2. Is flexible enough to analyse costs by activity providing more useful costing


data.
3. Provides a reliable indication of long-run variable product cost .
4. Improves management understanding of how costs are being incurred and
how they can be reduced.

Disadvantages
1. Cost v benefit.
2. ABC information is historic .
3. Difficult to apply in practice.

4. Focuses on the allocation of cost rather than minimizing the cost incurred.

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THROUGHPUT ACCOUNTING
Throughput is the rate at which the system generates money through sales. In a
throughput accounting environment, the focus is on putting units through the entire
production process in the minimum possible time to avoid any build-up of inventory
holdings.

In throughput, it is assumed that the only real variable costs, at least in the short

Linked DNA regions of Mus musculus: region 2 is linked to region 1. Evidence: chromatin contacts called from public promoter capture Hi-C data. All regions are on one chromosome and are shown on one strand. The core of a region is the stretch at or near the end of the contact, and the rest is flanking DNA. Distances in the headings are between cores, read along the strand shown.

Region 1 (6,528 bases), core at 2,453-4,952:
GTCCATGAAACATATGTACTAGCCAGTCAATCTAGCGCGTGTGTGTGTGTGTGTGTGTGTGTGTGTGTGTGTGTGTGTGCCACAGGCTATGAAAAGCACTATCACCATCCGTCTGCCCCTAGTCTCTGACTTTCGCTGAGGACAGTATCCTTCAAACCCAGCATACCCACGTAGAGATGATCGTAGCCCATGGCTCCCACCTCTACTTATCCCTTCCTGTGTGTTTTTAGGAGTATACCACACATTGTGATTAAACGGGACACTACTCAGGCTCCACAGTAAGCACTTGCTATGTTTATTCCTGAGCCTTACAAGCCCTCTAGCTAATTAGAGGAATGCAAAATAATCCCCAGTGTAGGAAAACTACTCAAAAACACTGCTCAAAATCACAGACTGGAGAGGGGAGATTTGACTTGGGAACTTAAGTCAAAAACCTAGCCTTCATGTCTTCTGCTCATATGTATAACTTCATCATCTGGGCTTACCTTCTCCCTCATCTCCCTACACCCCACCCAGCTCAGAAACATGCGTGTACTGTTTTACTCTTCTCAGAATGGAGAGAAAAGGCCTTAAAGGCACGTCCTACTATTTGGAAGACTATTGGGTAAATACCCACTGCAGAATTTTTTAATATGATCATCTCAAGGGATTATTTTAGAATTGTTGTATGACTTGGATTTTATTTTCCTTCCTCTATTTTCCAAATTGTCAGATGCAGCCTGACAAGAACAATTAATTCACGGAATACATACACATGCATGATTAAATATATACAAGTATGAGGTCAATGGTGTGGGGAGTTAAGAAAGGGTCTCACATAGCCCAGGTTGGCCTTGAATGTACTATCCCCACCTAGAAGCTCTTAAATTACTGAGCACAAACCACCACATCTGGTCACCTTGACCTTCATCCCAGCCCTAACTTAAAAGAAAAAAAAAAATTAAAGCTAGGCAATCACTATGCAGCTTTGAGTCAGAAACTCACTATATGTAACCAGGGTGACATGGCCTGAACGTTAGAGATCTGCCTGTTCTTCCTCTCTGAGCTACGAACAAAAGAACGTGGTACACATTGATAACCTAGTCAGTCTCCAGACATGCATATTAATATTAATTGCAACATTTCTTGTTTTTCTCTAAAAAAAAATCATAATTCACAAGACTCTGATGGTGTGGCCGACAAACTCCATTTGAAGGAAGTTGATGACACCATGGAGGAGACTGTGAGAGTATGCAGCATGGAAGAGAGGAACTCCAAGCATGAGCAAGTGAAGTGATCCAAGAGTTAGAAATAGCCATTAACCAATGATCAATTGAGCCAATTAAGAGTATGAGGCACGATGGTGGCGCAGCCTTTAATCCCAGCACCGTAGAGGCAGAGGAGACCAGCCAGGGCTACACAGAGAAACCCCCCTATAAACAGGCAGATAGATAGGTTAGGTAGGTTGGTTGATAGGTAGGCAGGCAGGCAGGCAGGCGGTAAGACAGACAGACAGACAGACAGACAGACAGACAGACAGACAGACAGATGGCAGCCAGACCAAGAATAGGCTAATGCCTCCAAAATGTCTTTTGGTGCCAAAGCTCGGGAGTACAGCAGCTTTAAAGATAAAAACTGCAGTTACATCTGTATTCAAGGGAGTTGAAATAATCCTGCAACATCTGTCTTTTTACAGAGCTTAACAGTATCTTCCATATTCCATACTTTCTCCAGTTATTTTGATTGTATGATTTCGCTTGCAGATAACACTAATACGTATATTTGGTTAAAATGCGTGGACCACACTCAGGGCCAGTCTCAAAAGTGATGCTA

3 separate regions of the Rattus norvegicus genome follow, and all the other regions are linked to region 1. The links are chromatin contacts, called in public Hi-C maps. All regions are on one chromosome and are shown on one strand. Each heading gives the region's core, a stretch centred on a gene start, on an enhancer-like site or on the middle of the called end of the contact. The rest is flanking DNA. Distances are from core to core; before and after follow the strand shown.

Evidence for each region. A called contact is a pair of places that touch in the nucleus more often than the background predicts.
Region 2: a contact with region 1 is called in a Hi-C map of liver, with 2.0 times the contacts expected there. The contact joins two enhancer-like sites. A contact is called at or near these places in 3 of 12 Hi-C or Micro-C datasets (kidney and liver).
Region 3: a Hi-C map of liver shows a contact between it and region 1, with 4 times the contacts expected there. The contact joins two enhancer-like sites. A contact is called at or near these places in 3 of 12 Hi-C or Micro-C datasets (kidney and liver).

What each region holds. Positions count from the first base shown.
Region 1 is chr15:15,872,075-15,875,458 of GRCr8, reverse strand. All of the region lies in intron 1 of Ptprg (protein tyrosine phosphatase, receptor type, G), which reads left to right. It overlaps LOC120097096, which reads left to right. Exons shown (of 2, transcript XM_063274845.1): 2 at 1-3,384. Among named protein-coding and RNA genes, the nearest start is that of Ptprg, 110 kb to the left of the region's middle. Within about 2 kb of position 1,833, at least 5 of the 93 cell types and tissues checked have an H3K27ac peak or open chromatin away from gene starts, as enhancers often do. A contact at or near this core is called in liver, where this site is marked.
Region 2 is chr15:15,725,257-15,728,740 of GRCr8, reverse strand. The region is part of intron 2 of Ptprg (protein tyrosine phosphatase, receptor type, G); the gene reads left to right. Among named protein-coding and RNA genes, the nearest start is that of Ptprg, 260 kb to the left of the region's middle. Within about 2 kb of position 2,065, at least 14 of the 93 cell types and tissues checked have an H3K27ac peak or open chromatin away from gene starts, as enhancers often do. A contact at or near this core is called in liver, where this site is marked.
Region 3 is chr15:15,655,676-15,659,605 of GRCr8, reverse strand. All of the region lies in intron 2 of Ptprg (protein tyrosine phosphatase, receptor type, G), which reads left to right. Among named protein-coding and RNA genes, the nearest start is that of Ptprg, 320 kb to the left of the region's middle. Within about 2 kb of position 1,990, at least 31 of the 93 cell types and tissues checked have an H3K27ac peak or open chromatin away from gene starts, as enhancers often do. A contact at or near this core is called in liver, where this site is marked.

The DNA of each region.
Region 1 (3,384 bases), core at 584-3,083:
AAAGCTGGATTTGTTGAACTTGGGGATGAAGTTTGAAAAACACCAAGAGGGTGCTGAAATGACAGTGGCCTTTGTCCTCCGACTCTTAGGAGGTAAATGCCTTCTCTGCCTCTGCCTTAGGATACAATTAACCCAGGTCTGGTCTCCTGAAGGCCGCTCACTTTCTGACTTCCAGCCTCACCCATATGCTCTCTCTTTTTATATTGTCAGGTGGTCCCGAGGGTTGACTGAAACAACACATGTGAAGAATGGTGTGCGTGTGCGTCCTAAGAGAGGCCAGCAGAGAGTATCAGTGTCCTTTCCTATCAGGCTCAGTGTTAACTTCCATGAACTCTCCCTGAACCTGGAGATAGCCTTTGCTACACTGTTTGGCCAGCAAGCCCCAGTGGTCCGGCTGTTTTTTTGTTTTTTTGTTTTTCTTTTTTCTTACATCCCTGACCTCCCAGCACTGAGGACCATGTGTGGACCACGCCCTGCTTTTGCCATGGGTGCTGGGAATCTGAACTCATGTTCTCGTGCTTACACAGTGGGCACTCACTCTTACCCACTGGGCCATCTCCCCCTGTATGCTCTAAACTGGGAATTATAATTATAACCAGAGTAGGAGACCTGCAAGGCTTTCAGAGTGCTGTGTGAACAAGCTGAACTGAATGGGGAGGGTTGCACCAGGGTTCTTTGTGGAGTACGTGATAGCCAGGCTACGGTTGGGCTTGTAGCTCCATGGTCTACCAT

term, are the direct material costs. All labour and overhead costs are assumed to
be fixed. These are usually referred to as ‘other factory costs’.

Steps in throughput accounting


1. Identify the system bottlenecks.

Bottleneck is any limitation or restraint in the production process


which limits the production managers to fully utilise some of their
resources.

2. Concentrate on the bottleneck to ensure this process is being fully and


efficiently utilised.
3. Scale down the throughput of non-bottleneck activities to match what can be
dealt with by the bottleneck.
4. Remove the bottlenecks if possible.
5. Since throughput accounting is a continuous improvement process, return to
step 1 and re-evaluate the system now that bottlenecks have been removed.

Calculating throughput
There are a number of key formulae you need to remember f or the exam:
Throughput/unit = Selling price – direct material cost/unit

Return/hour = Throughput per unit / Number of hours per unit in the